6. How exactly do you define persecution, David? I mean, seriously. Or perhaps to word the question more accurately, what all does the term "persecution" encompass for you? Because in America I really don't see Christians, at least not fundamentalist or other traditionalist ones, hiding in fear of their lives or in fear of being jailed or tortured, or routinely at risk of losing their jobs, SPECIFICALLY for being the kind of Christian they are. Now *I* sometimes wonder if some yokel isn't going to walk into any church I'm likely to attend, and shoot us up solely and specifically for having a liberal faith, like a guy did last year at a Unitarian-Universalist church in Tennessee. I wonder this because I hear loudmouths on TV and radio, many of them Christian, deriding liberals like me--like most of us here at TCPC--as traitors to America, moral corruptors, congenital liars and worse. And because said murdering yokel in Tennessee was directly influenced by said loudmouths. But for traditionalist Christians in America, not so much worry. As far as I can see, Christians who believe what you said above are very, VERY seldom persecuted in America. Particularly in the heartland "red" states, far from being persecuted, they form an integral part of American culture and even in many cases American politics. It's a funny kind of persecution that permits an "oops" like that. (Edited to remove a section because therein I misunderstood David's "prosperity theology" comment. I apologize.)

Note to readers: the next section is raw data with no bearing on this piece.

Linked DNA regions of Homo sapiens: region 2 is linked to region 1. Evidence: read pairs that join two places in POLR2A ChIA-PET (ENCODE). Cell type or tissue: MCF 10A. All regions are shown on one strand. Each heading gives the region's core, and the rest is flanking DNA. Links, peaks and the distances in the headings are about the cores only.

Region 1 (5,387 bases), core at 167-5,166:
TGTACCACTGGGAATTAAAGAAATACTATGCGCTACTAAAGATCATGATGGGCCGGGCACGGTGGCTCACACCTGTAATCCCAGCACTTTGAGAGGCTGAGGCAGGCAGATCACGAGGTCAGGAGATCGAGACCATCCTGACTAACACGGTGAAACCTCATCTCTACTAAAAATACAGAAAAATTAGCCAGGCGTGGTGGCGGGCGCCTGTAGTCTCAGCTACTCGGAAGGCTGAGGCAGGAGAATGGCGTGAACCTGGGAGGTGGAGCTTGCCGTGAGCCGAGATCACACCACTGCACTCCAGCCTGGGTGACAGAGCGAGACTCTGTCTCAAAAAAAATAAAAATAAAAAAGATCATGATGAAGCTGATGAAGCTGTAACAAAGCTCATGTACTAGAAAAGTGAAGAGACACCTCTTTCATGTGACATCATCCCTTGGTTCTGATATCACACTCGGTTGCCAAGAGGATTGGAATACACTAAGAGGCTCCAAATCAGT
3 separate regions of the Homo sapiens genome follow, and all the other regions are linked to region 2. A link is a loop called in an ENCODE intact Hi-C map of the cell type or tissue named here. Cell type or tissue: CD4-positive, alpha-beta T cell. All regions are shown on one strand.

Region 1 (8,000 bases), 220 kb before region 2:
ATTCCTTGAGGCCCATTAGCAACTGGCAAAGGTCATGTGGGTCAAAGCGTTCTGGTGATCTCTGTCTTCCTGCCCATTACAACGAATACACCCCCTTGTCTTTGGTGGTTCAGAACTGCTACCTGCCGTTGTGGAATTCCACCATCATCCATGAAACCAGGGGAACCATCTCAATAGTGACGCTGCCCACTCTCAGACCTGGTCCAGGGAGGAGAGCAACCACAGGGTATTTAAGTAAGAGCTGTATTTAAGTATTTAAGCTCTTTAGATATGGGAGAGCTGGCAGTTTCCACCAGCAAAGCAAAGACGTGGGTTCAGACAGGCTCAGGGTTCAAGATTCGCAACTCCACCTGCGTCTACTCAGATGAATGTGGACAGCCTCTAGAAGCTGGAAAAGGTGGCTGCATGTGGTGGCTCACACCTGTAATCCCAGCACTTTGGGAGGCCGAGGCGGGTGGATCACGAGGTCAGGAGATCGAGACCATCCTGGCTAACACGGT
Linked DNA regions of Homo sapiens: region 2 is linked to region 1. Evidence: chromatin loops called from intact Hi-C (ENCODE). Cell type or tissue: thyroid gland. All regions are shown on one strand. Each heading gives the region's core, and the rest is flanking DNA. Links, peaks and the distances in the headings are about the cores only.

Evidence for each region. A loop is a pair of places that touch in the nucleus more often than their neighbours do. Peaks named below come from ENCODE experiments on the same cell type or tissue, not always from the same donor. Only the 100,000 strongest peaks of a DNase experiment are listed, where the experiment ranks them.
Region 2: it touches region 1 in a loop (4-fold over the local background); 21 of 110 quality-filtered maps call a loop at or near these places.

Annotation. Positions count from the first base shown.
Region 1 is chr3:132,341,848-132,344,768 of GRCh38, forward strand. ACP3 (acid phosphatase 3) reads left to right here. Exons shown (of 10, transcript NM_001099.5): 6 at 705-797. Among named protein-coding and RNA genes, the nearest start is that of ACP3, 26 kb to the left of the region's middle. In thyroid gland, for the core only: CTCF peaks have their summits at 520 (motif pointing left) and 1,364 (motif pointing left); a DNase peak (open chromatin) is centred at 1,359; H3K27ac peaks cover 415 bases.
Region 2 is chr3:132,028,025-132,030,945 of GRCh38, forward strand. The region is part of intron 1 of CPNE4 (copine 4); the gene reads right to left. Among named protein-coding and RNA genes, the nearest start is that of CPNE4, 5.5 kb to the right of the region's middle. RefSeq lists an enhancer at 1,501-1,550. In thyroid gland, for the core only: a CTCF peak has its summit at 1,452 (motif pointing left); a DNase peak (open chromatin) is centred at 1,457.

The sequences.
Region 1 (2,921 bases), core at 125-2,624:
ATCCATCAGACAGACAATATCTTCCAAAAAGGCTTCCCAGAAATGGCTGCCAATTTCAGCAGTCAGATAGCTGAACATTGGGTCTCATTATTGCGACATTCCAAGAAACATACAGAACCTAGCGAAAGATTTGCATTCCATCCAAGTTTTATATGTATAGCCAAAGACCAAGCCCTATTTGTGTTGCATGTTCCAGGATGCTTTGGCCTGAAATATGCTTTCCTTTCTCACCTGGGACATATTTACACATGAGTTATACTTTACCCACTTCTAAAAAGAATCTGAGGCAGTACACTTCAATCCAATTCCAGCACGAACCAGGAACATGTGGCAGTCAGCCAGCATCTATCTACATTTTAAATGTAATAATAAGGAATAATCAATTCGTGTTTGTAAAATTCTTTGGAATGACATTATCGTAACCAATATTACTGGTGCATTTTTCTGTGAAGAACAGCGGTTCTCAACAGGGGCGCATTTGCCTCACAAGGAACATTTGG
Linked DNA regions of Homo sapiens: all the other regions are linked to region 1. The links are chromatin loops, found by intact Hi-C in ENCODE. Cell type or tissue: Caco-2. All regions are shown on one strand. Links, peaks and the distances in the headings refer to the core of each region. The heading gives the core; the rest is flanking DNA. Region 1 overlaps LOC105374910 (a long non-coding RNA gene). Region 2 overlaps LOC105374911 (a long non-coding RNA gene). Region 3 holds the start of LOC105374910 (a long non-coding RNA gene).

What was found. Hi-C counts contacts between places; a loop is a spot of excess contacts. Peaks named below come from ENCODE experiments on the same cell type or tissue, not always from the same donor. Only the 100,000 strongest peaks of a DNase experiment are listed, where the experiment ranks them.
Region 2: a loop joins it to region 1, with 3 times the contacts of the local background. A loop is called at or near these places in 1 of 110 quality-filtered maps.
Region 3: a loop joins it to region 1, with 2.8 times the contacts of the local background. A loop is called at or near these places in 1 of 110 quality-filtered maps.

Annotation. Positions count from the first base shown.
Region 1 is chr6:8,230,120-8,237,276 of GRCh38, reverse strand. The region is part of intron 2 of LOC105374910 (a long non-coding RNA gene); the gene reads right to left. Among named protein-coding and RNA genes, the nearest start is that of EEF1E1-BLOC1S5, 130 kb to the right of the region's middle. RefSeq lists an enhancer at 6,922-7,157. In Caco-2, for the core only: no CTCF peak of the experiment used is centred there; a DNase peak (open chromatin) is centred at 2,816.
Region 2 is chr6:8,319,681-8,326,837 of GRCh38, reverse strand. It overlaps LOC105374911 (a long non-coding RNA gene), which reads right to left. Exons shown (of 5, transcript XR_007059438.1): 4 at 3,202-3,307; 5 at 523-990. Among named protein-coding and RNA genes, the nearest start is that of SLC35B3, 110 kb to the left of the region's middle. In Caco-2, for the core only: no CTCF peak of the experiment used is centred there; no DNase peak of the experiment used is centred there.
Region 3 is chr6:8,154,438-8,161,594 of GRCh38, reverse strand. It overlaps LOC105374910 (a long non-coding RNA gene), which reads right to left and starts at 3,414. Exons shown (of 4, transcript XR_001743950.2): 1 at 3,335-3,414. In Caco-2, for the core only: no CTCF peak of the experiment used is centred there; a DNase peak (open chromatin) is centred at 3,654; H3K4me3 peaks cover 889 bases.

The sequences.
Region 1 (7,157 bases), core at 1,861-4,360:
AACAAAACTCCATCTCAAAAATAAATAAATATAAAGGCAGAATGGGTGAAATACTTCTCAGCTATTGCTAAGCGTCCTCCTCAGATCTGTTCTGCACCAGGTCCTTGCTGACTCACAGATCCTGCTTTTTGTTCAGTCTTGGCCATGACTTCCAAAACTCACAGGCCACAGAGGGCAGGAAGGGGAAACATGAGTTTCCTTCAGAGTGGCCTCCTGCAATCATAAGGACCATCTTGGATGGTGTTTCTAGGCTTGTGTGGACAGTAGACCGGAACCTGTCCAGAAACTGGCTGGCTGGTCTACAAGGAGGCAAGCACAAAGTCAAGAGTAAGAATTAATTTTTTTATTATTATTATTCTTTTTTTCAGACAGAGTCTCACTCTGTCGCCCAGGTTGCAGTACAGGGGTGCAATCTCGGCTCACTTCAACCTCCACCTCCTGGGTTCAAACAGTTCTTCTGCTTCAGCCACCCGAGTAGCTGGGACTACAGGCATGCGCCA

7. Probably at least part of it is that, right or wrong, too much is invested in our Bible as it is. Why, for that matter, don't we have the Didache or the Gospel of Thomas in our canon (or for that matter why don't most Protestants accept the Apocrypha as canonical)? Because somebody decided it was not useful to most Christian faith communities of the period, and/or was politically inconvenient. This isn't just a problem for fundamentalists and other traditionalists either. Jesus ben Sirach, for example, wrote some nice things but if I were female, I'd probably seriously recoil at several passages in Sirach, particularly 25:13-26:18. Another factor is: If you reopen the canon, how do you narrow down all the possible inspired material over 2,000 years so your new Bible won't literally fill a DVD in any word processing format, and thus become entirely unwieldy to read and to study? And on what basis do you choose your new books? On the basis of the "old" books? Or what? Even older authors can pose a challenge. If you want to put Tertullian in, for example, do you put in his Montanist works, his pre-Montanist works, or both? And why? (Full disclosure: from what little I've read about and by Tertullian I like him better as a Montanist.)